The Executive Director of Uganda Media Centre (UMC), Ofwono Opondo has lambasted a report released today by Human Rights Watch.
In a statement issued this evening, Opondo says the report promotes violence in the region referring to machetes as agricultural tools as opposed to Uganda penal code act that defines them as lethal weapons.
“Today’s HRW report ignores the death and causalities the militias inflicted on members of security forces and civilians over the years. It further promotes violence in the region referring to machetes as “agricultural tools” as opposed to Uganda penal code act that defines them as lethal weapons.” Mr. Opondo said.
Below is the statement in full.
March 15, 2017: We have today, received a report of Human Rights Watch on the November 2016 Kasese incidences, titled “Uganda: Ensure Independent Investigation into Kasese killings”. Our examination of the report however reveals several inconsistencies and flaws that do not represent the true facts of the subject matter. The report lacks depth, especially on the genesis of the near break down of law and order, which almost plunged the Rwenzori Sub Region into anarchy.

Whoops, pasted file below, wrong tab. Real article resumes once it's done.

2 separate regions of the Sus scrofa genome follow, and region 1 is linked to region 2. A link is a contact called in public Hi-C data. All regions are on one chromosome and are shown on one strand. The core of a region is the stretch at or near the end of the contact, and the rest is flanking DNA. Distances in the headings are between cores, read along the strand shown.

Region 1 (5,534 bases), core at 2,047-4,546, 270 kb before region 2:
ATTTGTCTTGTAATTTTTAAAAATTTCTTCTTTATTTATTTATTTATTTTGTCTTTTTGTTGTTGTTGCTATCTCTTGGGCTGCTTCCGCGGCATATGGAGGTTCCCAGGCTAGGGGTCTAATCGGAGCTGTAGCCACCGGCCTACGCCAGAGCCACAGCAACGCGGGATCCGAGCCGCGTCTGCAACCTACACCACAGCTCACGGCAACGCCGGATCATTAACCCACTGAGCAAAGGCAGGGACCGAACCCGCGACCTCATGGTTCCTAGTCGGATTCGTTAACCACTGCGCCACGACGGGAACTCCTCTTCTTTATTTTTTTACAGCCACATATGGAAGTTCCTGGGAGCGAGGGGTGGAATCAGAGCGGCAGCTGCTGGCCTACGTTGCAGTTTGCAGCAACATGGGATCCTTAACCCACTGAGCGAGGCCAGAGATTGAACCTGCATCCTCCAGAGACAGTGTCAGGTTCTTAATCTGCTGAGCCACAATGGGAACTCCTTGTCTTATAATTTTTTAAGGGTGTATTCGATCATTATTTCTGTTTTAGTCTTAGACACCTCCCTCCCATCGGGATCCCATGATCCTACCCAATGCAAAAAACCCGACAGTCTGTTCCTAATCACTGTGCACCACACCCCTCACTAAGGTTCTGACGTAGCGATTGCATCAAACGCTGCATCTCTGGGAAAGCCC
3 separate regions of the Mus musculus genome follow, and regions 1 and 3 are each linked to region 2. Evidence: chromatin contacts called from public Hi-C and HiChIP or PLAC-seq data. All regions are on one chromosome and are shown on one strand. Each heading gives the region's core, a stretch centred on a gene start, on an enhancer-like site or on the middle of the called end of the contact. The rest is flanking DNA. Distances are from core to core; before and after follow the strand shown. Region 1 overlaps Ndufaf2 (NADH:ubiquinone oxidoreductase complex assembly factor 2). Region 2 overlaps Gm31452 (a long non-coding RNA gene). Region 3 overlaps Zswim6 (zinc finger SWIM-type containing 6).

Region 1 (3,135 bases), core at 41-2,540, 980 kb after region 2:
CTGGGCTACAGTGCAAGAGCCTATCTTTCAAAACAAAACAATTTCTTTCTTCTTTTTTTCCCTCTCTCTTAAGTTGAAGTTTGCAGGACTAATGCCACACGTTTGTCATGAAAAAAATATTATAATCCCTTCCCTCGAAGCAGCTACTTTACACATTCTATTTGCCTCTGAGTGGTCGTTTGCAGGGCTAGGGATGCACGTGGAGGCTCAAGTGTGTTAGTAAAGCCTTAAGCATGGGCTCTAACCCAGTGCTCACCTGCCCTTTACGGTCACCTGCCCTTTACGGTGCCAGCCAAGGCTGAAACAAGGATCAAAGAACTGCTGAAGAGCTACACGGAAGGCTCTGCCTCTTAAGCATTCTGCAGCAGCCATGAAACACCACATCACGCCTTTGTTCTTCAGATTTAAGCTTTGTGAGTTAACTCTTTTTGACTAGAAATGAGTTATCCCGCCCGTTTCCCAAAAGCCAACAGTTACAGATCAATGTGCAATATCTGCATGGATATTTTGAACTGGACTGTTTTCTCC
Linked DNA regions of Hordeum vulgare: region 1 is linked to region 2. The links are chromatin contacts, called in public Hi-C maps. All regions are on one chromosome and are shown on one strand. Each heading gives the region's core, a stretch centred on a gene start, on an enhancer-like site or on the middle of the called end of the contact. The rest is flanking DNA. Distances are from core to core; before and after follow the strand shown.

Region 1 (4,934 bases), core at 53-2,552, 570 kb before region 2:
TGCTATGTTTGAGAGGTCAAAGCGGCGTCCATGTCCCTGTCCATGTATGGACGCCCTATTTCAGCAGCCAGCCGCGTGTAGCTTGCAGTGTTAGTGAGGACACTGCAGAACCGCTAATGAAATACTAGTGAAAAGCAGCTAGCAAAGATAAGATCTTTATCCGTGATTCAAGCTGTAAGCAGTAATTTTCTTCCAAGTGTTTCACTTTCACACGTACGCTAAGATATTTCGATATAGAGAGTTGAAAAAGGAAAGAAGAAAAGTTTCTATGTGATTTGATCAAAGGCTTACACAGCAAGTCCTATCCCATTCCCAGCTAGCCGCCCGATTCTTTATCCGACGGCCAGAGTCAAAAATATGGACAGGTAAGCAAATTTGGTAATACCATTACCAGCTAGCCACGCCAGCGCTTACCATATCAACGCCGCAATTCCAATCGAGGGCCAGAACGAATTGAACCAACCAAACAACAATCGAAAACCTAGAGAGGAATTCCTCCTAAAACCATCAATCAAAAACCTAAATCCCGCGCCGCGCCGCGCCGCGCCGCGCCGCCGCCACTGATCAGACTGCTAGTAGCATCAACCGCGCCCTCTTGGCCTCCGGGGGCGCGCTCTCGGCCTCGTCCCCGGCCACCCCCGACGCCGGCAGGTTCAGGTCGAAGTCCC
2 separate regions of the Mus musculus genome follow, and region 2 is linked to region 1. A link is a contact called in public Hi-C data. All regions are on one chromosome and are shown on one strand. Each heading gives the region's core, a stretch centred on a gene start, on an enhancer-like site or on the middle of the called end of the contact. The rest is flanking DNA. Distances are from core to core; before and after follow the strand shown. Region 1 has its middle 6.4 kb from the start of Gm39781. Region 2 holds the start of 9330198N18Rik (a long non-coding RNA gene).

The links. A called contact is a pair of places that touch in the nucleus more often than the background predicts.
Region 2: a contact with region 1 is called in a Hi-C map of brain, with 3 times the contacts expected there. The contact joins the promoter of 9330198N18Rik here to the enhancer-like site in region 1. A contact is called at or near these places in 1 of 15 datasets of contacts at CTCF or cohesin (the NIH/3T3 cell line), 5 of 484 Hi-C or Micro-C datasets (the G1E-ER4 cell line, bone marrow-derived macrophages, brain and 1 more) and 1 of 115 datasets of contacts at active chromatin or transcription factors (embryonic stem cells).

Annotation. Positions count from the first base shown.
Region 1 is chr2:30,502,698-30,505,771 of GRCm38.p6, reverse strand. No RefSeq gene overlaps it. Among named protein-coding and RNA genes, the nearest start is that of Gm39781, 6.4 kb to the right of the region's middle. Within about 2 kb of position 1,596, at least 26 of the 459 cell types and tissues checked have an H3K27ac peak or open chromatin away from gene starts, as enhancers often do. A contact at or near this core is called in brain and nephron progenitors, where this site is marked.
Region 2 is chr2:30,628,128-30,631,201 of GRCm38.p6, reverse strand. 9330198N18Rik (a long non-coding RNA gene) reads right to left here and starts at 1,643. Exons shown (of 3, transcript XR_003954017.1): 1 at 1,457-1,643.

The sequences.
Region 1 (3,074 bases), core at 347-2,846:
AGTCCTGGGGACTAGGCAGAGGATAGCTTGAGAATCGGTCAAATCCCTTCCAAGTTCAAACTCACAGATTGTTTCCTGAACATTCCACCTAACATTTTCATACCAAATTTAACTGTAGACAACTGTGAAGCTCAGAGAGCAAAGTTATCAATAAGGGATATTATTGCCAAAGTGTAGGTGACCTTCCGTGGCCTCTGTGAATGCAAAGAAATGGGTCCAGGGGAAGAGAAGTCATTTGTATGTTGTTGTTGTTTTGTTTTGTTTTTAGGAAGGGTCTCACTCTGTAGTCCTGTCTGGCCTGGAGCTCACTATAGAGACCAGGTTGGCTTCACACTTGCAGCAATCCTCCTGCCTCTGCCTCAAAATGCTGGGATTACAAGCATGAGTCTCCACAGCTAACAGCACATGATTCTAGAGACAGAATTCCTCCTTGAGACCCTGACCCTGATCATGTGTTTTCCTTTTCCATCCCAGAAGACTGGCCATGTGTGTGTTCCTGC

It deliberately omits the incidents that led to the security forces responding, not only to defend themselves but also to maintain law and order. The following need to be noted for those who may have missed out on the background of this situation:
- July 7, 2014; militia groups allied to Obusinga Bwa Rwenzururu in the Rwenzori region carried out coordinated attacks against security forces and civilians. Altogether, they carried out 13 attacks as follows:
At 3.00pm, they attacked policemen at a weigh bridge at Hima, killed a policeman, injured another and took away two (02) sub machine guns.
At Bigando, a UPDF soldier who was on pass leave was killed in cold blood and his family burnt in his house.
In Bigando, the militia also killed six (06) Basongora civilians.
At Karugutu police post, these lawless people injured one policeman and took away one (01) sub machine gun.
At Kikyo police post, they took one sub machine gun.
At Kirumiya police post, they took one sub machine gun.
At Ntandi, they took 2 sub machine guns from the Uganda Wildlife Authority (UWA) personnel.